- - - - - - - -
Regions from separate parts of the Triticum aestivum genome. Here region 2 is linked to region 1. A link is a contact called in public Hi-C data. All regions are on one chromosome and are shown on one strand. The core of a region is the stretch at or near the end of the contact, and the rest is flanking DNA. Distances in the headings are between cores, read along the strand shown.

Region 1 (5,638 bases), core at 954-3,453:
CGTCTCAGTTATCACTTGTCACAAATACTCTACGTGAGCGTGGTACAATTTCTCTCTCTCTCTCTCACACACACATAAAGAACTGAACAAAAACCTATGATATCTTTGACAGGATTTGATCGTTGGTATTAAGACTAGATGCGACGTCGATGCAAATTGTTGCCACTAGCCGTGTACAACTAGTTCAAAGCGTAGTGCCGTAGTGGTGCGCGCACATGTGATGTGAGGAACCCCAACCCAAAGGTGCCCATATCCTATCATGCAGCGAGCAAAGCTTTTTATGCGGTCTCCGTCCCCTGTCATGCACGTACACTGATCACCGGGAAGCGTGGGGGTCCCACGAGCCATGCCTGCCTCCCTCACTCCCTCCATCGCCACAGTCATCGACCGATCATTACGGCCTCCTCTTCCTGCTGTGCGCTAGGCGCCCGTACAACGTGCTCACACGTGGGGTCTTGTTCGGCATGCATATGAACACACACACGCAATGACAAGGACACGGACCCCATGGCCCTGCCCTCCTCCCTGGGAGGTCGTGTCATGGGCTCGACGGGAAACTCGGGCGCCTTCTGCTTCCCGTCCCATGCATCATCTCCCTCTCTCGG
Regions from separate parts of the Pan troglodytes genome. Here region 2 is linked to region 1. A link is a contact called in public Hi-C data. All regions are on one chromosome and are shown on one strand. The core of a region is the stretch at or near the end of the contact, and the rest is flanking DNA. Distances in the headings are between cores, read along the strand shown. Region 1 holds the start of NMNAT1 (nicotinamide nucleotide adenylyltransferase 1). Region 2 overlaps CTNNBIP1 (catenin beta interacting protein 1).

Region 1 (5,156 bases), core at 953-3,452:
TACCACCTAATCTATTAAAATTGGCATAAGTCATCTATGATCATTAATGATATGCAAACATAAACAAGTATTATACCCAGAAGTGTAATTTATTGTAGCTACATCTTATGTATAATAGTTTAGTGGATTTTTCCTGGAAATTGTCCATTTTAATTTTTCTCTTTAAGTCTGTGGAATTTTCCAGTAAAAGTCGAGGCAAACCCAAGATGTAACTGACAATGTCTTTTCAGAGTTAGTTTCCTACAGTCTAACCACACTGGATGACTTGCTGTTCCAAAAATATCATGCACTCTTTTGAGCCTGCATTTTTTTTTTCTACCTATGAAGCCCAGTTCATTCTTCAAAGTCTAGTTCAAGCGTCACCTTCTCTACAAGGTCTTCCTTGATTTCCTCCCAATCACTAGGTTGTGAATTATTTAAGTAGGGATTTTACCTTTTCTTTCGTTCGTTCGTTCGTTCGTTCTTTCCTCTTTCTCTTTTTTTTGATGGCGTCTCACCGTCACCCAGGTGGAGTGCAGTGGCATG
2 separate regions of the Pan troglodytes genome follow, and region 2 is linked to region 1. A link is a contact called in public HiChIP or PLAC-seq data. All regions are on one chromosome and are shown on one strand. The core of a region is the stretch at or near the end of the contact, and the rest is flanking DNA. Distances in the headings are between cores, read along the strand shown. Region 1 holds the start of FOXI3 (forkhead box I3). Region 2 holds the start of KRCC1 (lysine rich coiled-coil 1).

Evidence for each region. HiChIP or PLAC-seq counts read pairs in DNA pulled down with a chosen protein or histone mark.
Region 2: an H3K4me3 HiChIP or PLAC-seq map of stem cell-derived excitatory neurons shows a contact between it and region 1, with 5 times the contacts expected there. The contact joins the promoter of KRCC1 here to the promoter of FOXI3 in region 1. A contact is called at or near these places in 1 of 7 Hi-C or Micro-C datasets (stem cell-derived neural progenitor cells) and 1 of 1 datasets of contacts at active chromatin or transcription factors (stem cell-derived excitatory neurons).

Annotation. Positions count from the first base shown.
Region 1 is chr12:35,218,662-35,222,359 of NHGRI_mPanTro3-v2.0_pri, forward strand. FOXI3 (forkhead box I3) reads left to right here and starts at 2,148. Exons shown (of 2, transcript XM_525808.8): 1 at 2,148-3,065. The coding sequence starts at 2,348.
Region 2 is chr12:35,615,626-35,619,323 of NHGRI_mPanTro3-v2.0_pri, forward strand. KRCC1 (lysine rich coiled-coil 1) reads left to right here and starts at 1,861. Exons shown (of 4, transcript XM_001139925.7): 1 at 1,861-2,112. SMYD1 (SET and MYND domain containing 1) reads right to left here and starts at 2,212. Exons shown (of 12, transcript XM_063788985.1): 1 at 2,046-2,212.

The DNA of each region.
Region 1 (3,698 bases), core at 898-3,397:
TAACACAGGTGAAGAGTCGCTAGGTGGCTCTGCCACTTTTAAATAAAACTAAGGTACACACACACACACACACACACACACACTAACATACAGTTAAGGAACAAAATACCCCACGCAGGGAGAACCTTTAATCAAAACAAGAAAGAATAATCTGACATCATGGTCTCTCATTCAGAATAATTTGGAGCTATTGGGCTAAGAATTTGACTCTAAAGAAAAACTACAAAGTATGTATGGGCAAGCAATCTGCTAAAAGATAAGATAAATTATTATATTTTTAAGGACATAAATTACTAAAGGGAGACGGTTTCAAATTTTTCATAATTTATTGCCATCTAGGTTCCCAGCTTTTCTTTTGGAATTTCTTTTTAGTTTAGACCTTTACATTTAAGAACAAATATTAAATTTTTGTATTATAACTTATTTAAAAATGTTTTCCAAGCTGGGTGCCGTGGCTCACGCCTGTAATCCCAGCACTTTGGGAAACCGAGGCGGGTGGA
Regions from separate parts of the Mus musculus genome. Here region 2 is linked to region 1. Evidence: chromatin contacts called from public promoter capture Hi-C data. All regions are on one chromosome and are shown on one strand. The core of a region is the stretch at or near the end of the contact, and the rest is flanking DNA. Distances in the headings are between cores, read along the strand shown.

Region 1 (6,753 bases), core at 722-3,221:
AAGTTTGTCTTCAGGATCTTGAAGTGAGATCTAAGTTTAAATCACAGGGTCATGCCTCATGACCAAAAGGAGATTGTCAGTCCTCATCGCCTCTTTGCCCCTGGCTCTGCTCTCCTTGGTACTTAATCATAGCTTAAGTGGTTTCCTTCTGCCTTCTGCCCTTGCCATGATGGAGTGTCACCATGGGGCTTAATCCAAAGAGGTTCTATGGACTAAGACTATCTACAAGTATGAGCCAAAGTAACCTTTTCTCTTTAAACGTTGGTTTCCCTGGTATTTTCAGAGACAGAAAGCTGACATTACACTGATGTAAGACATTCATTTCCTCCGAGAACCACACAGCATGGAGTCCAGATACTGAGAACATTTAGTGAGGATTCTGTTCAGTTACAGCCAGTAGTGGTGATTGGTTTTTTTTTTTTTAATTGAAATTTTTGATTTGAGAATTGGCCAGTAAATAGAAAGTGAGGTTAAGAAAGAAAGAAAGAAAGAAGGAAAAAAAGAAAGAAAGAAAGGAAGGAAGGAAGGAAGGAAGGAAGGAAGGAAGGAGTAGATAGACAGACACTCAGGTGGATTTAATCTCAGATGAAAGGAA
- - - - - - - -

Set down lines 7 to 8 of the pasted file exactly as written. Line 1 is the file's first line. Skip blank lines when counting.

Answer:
2 separate regions of the Pan troglodytes genome follow, and region 2 is linked to region 1. A link is a contact called in public HiChIP or PLAC-seq data. All regions are on one chromosome and are shown on one strand. The core of a region is the stretch at or near the end of the contact, and the rest is flanking DNA. Distances in the headings are between cores, read along the strand shown. Region 1 holds the start of FOXI3 (forkhead box I3). Region 2 holds the start of KRCC1 (lysine rich coiled-coil 1).

Evidence for each region. HiChIP or PLAC-seq counts read pairs in DNA pulled down with a chosen protein or histone mark.